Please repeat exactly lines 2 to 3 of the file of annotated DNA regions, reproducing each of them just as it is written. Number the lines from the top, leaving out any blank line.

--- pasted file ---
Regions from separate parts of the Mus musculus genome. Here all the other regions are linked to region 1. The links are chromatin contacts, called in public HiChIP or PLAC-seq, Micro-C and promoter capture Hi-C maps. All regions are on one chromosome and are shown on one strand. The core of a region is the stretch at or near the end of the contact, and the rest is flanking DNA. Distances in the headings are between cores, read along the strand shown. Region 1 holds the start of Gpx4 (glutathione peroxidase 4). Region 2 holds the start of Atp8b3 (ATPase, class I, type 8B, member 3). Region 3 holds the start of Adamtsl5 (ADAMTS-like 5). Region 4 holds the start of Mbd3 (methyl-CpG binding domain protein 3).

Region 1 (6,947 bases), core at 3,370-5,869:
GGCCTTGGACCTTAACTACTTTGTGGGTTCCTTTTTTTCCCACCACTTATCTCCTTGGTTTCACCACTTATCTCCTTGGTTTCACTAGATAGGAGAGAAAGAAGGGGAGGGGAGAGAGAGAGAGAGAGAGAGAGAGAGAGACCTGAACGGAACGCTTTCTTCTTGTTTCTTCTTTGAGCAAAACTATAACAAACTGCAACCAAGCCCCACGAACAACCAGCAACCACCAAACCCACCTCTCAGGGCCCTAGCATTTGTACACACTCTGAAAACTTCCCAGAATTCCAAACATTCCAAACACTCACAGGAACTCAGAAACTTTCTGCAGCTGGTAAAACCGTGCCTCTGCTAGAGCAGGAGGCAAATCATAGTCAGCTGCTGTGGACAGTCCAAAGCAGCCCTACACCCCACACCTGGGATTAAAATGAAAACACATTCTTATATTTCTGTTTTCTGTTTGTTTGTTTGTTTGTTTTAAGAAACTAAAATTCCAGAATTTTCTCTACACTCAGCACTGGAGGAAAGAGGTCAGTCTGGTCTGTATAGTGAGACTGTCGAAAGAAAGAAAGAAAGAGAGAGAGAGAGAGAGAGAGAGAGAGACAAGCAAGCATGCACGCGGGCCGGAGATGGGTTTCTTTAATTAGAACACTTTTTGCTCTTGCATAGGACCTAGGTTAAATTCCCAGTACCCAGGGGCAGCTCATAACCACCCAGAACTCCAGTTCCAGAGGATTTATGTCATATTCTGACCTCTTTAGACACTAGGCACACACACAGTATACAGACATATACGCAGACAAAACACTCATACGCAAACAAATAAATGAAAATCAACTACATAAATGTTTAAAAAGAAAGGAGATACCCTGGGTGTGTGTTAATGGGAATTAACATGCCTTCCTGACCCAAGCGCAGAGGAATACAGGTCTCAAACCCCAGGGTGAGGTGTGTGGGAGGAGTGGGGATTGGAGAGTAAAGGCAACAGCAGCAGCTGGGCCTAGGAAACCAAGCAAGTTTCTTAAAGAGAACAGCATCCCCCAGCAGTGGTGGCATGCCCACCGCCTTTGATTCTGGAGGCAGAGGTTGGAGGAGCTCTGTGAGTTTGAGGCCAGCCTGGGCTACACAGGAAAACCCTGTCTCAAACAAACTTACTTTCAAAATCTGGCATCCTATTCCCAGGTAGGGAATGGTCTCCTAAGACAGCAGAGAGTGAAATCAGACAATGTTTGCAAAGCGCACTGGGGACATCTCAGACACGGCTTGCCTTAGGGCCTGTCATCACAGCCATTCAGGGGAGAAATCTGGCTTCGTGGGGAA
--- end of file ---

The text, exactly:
Region 1 (6,947 bases), core at 3,370-5,869:
GGCCTTGGACCTTAACTACTTTGTGGGTTCCTTTTTTTCCCACCACTTATCTCCTTGGTTTCACCACTTATCTCCTTGGTTTCACTAGATAGGAGAGAAAGAAGGGGAGGGGAGAGAGAGAGAGAGAGAGAGAGAGAGAGACCTGAACGGAACGCTTTCTTCTTGTTTCTTCTTTGAGCAAAACTATAACAAACTGCAACCAAGCCCCACGAACAACCAGCAACCACCAAACCCACCTCTCAGGGCCCTAGCATTTGTACACACTCTGAAAACTTCCCAGAATTCCAAACATTCCAAACACTCACAGGAACTCAGAAACTTTCTGCAGCTGGTAAAACCGTGCCTCTGCTAGAGCAGGAGGCAAATCATAGTCAGCTGCTGTGGACAGTCCAAAGCAGCCCTACACCCCACACCTGGGATTAAAATGAAAACACATTCTTATATTTCTGTTTTCTGTTTGTTTGTTTGTTTGTTTTAAGAAACTAAAATTCCAGAATTTTCTCTACACTCAGCACTGGAGGAAAGAGGTCAGTCTGGTCTGTATAGTGAGACTGTCGAAAGAAAGAAAGAAAGAGAGAGAGAGAGAGAGAGAGAGAGAGACAAGCAAGCATGCACGCGGGCCGGAGATGGGTTTCTTTAATTAGAACACTTTTTGCTCTTGCATAGGACCTAGGTTAAATTCCCAGTACCCAGGGGCAGCTCATAACCACCCAGAACTCCAGTTCCAGAGGATTTATGTCATATTCTGACCTCTTTAGACACTAGGCACACACACAGTATACAGACATATACGCAGACAAAACACTCATACGCAAACAAATAAATGAAAATCAACTACATAAATGTTTAAAAAGAAAGGAGATACCCTGGGTGTGTGTTAATGGGAATTAACATGCCTTCCTGACCCAAGCGCAGAGGAATACAGGTCTCAAACCCCAGGGTGAGGTGTGTGGGAGGAGTGGGGATTGGAGAGTAAAGGCAACAGCAGCAGCTGGGCCTAGGAAACCAAGCAAGTTTCTTAAAGAGAACAGCATCCCCCAGCAGTGGTGGCATGCCCACCGCCTTTGATTCTGGAGGCAGAGGTTGGAGGAGCTCTGTGAGTTTGAGGCCAGCCTGGGCTACACAGGAAAACCCTGTCTCAAACAAACTTACTTTCAAAATCTGGCATCCTATTCCCAGGTAGGGAATGGTCTCCTAAGACAGCAGAGAGTGAAATCAGACAATGTTTGCAAAGCGCACTGGGGACATCTCAGACACGGCTTGCCTTAGGGCCTGTCATCACAGCCATTCAGGGGAGAAATCTGGCTTCGTGGGGAA